Jon entered the U.S. Air Force Reserve in 1972, returning with his family to Massachusetts and entering the public practice of Christian Science healing. Beginning in 1972, he worked first as Consultant and then as Assistant Manager of Speech and Editorial Services at The Mother Church, The First Church of Christ, Scientist, in Boston. In 1978, Jon became Manager of Sunday School Activities and Armed Services Activities at The Mother Church and served as its Endorsing Agent for Christian Science chaplains in the Armed Services. Throughout this time, he was also the church's Denominational Representative to the American Bible Society and the ABS's National Advisory Council and he continued his work with the Air Force Reserve (receiving the Armed Forces Reserve Medal), giving sermons, providing counseling, planning and conducting conferences for service members and their families, and presenting courses at the USAF Chaplain School.

From 1983 to 1987, the Harders lived in Salzburg, Austria. Jon continued his healing ministry as a Christian Science Practitioner, as a Chaplain with the U.S. Air Force Reserve (he was promoted to Colonel in 1984), as a Field Assistant to the Clerk of The Mother Church, and as Editorial Consultant to the German and Slavic editions of the broadcast Herald of Christian Science. Traveling extensively with Karen, Jon assisted churches and groups of Christian Scientists, conducting workshops and providing support for individuals in Europe and Asia, including pre-revolutionary Czechoslovakia, Hungary, Poland, and East Germany, as well as Thailand, Taiwan, Hong Kong, South Korea, Japan, Guam, and the mountain provinces of the Philippines.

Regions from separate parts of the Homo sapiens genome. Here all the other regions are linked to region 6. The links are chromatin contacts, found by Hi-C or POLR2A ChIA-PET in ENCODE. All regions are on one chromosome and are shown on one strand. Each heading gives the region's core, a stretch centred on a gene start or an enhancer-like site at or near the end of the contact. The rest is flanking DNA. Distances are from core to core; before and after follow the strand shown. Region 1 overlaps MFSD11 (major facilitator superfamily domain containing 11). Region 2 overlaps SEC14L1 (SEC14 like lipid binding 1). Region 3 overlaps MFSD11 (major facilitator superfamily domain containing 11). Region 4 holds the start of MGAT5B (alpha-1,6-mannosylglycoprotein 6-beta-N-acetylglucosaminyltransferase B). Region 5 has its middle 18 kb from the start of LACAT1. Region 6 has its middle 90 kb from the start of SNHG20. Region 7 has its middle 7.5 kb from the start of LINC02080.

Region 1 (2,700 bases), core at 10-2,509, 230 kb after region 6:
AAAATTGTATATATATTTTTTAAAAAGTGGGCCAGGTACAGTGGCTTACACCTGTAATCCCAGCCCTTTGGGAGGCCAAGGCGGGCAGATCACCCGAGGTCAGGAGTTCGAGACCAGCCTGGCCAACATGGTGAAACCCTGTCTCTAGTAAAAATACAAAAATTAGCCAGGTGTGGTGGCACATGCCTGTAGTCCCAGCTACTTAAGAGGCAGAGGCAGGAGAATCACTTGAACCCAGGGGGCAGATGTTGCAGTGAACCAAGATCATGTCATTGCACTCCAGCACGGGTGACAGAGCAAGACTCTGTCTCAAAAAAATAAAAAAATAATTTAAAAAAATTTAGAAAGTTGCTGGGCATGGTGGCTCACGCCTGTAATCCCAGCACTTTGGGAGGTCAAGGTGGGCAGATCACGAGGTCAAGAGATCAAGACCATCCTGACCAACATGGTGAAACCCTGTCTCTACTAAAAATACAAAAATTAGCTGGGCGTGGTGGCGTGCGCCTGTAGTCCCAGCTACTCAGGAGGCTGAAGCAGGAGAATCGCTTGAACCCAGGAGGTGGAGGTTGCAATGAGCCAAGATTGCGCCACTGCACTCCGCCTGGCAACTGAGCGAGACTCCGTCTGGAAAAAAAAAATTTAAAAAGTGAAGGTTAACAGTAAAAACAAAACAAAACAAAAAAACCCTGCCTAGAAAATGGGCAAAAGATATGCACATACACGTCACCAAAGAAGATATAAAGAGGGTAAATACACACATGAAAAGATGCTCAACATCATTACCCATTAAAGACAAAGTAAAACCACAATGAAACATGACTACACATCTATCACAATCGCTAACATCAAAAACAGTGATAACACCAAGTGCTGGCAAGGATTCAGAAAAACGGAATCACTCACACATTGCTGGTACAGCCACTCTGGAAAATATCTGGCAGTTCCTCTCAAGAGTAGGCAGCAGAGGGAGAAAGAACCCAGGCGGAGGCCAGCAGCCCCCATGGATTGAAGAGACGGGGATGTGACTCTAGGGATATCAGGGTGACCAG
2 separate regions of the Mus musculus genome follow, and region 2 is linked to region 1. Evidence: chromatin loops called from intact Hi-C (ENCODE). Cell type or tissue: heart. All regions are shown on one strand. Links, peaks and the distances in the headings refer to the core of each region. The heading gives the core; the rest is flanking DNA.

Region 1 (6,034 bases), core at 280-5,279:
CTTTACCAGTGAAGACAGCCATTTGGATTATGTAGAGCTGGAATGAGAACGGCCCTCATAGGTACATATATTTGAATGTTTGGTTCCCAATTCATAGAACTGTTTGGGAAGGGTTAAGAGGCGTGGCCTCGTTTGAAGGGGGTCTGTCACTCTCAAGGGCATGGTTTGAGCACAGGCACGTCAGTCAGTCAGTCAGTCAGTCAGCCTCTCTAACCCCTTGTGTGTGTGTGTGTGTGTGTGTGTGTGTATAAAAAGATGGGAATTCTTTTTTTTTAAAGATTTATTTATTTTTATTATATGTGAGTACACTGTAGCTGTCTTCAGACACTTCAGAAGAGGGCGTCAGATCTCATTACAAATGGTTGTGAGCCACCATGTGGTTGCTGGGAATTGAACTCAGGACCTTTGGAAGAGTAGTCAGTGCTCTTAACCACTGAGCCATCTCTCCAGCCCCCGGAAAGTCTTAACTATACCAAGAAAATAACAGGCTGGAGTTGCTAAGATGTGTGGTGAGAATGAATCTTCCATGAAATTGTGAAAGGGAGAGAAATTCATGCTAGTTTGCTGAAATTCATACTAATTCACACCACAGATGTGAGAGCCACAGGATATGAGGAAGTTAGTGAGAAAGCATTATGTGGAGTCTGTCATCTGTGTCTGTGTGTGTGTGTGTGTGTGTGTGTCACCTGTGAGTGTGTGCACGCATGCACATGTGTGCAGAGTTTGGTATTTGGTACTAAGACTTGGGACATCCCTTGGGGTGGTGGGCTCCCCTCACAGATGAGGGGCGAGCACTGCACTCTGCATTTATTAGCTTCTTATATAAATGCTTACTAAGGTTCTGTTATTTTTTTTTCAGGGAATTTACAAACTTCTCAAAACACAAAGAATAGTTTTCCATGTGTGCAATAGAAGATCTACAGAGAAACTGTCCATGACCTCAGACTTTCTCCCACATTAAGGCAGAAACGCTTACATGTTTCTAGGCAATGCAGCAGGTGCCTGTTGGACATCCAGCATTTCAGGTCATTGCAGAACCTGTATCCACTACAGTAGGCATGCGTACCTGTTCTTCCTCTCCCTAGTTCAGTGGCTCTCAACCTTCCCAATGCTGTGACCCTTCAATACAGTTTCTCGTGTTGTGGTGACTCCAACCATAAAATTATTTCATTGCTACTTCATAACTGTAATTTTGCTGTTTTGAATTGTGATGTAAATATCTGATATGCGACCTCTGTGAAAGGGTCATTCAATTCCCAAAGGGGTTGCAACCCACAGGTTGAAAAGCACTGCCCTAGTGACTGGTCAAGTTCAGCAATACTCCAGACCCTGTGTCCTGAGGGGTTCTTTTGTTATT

In 1986, Jon became a member of The Christian Science Board of Lectureship, lecturing fluently on spiritual healing in English, German, and Spanish in 13 countries through 1998. In 1987, he was invited, with the permission of the East German government, to give the first Christian Science lecture authorized in that country since the prohibition and banning of Christian Science in 1951.

Moving with his family to the Providence, R.I., area in 1987, Jon continued to lecture internationally. He was a member of the Christian Science Board of Education's Normal Class in 1988, becoming a Christian Science Teacher. From 1992 to 1999, Jon was Chairman of The Christian Science Board of Lectureship, serving also as President of The Mother Church from 1998 to 1999.

In 1999, the Harders built their home overlooking the Batson River marsh in Cape Porpoise, Maine. Besides his continuing healing ministry, Jon was able to become more active with amateur radio. Continuously licensed as a "ham" radio operator since 1953, Jon had held an "Extra Class" license since 1968. His call signs over the years included WN7UED, W5QKO, AFSQKO, DU1POL, W1GVN, OE2ZDL, and, since 1983, K1US.

Jon served his local branch churches in many capacities, including as a Reader and a Sunday School teacher. Throughout his professional life, he wrote articles and contributed to columns in The Christian Science Journal and Christian Science Sentinel, as well as military, amateur radio, and religious publications. A private family gathering was held in celebration of Jon's life and work.

Donations in his memory may be sent to:

Foundation to Support Christian Science Activities in the Russian-Speaking Field 6507 Arnesen Lane SW Olympia, WA 98512